Reading Note: The Elm Architecture
One of the things I love about Elm is its architecture. It is simple and powerful. The Elm Architecture gives you a solid way for handling the state of your application.
The basic structure of an Elm application looks like this:
I already have a blog post related to Elm Model in this post Model and Record in Elm
In short, model contains all of your application states. Typically, a model is a record data type.
- View is responsible for displaying a model.
- The Elm Architecture enforces separation of concerns by preventing the view layer from storing state. So, in view, we use one or many stateless functions.
- The view is the visualization of the model and nothing more.
- View can describe:
- Html elements.
- Html attributes.
- Events such as mouse clicks, keyboard inputs.
All states are located in the model, all changes to the model have to take place in the
update function takes two arguments:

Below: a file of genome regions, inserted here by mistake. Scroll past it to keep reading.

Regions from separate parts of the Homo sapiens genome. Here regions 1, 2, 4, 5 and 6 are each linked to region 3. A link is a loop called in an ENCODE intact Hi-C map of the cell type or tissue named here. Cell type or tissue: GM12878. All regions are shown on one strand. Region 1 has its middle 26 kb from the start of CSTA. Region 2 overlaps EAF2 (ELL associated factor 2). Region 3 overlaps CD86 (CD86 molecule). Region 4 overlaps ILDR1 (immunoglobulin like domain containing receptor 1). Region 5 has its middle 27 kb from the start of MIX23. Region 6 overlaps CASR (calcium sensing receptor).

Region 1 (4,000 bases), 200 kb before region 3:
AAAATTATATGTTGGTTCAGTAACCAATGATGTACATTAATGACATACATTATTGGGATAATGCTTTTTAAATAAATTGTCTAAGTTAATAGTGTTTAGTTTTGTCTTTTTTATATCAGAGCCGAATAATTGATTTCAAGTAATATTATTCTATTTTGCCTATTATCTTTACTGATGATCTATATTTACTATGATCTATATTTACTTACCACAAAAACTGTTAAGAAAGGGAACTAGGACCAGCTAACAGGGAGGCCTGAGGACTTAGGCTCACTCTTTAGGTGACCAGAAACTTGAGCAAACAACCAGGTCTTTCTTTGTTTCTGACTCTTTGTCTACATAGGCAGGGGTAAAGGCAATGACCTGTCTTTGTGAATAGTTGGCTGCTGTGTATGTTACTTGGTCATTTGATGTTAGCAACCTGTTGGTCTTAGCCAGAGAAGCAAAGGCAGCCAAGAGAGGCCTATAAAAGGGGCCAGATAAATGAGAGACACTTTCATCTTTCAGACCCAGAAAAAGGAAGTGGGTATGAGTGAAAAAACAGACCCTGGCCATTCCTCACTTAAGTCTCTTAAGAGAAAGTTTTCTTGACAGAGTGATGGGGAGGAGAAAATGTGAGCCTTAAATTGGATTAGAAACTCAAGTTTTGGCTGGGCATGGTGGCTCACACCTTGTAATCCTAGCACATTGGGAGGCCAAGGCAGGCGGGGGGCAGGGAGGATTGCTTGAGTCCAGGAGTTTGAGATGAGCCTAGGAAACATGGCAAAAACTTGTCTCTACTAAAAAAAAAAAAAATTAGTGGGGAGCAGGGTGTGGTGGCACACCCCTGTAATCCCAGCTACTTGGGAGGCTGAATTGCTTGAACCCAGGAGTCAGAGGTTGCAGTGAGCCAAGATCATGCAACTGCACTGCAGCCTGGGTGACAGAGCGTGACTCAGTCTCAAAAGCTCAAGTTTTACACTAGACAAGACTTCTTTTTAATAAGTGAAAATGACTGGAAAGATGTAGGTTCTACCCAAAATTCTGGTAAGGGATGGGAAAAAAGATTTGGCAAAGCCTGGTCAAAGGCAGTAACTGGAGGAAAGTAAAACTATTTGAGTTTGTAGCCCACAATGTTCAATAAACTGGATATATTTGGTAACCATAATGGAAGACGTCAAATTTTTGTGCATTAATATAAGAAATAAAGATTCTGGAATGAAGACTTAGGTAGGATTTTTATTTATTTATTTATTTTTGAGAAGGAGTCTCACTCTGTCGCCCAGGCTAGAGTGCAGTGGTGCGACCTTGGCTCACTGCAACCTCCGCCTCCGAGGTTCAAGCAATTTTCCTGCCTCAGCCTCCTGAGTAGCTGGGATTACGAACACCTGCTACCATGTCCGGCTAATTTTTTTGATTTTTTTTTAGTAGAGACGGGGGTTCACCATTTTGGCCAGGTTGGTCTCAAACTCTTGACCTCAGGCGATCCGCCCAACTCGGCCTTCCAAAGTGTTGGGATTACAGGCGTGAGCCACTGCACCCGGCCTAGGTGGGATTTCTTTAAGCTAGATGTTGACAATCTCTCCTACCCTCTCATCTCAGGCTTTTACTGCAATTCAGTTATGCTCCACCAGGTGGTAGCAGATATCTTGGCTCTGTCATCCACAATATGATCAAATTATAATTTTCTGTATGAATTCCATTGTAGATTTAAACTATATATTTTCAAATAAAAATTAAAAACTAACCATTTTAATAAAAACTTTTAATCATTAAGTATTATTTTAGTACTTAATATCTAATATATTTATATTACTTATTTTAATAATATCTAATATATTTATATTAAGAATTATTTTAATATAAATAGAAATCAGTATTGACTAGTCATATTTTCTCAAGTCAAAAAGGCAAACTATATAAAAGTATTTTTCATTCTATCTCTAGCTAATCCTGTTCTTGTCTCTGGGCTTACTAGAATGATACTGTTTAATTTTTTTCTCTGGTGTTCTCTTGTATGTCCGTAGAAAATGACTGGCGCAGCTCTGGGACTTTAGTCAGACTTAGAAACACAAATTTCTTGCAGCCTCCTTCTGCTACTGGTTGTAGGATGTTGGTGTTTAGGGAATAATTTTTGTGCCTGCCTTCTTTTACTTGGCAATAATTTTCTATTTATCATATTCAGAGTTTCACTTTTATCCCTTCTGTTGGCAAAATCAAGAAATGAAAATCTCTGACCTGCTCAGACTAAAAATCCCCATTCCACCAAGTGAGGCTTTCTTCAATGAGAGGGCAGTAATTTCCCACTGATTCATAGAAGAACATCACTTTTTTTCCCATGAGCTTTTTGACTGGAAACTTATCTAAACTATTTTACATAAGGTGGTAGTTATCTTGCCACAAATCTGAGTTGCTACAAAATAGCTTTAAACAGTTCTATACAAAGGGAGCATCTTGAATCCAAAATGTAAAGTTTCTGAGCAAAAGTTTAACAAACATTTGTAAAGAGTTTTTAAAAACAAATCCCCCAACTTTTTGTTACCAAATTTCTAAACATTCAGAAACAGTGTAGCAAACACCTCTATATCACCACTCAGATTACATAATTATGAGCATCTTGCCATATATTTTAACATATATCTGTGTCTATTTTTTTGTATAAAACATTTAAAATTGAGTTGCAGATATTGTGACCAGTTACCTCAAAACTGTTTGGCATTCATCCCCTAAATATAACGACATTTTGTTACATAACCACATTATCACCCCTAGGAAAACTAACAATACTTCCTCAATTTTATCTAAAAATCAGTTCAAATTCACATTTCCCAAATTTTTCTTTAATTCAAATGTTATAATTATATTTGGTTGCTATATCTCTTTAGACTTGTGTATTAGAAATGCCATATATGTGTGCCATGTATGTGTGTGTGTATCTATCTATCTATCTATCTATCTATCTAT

message. The message works the same as an instruction. The
updatefunction needs to interpret the message to determine how to create a new state.
update function is responsible for interpreting the message to change the state. The data types in Elm are immutable. So, the
update function must return a new instance of the model with the changed state.
- The program contains the runtime.
mainfunction is a program that gets initialized with
- The program executes a continuous loop, taking in actions from the user, changing the state, and representing the changes in the view.
- The runtime also handles all the effects that your application produces or reacts to. Examples of effects:
- Loading or Sending data via AJAX.
- Writing to the local storage.
- Websocket communication.
I wrote a post related to Virtual DOM in Elm. This post mentions the model, view, update, and runtime interaction.
Some personal thoughts
There are a lot of reasons to love Elm Architecture. For me:
- It is easy to understand.
- The update function must return a new instance when changing state. We can have a time travel debugger. You can check it here: elm-time-travel.
- It is easy to read other codes because the basic structure of every Elm application is the same.
One of my big dislikes is that I am hard to integrate other UI stuff into my application. Maybe I will have a more detailed post related to this issue later.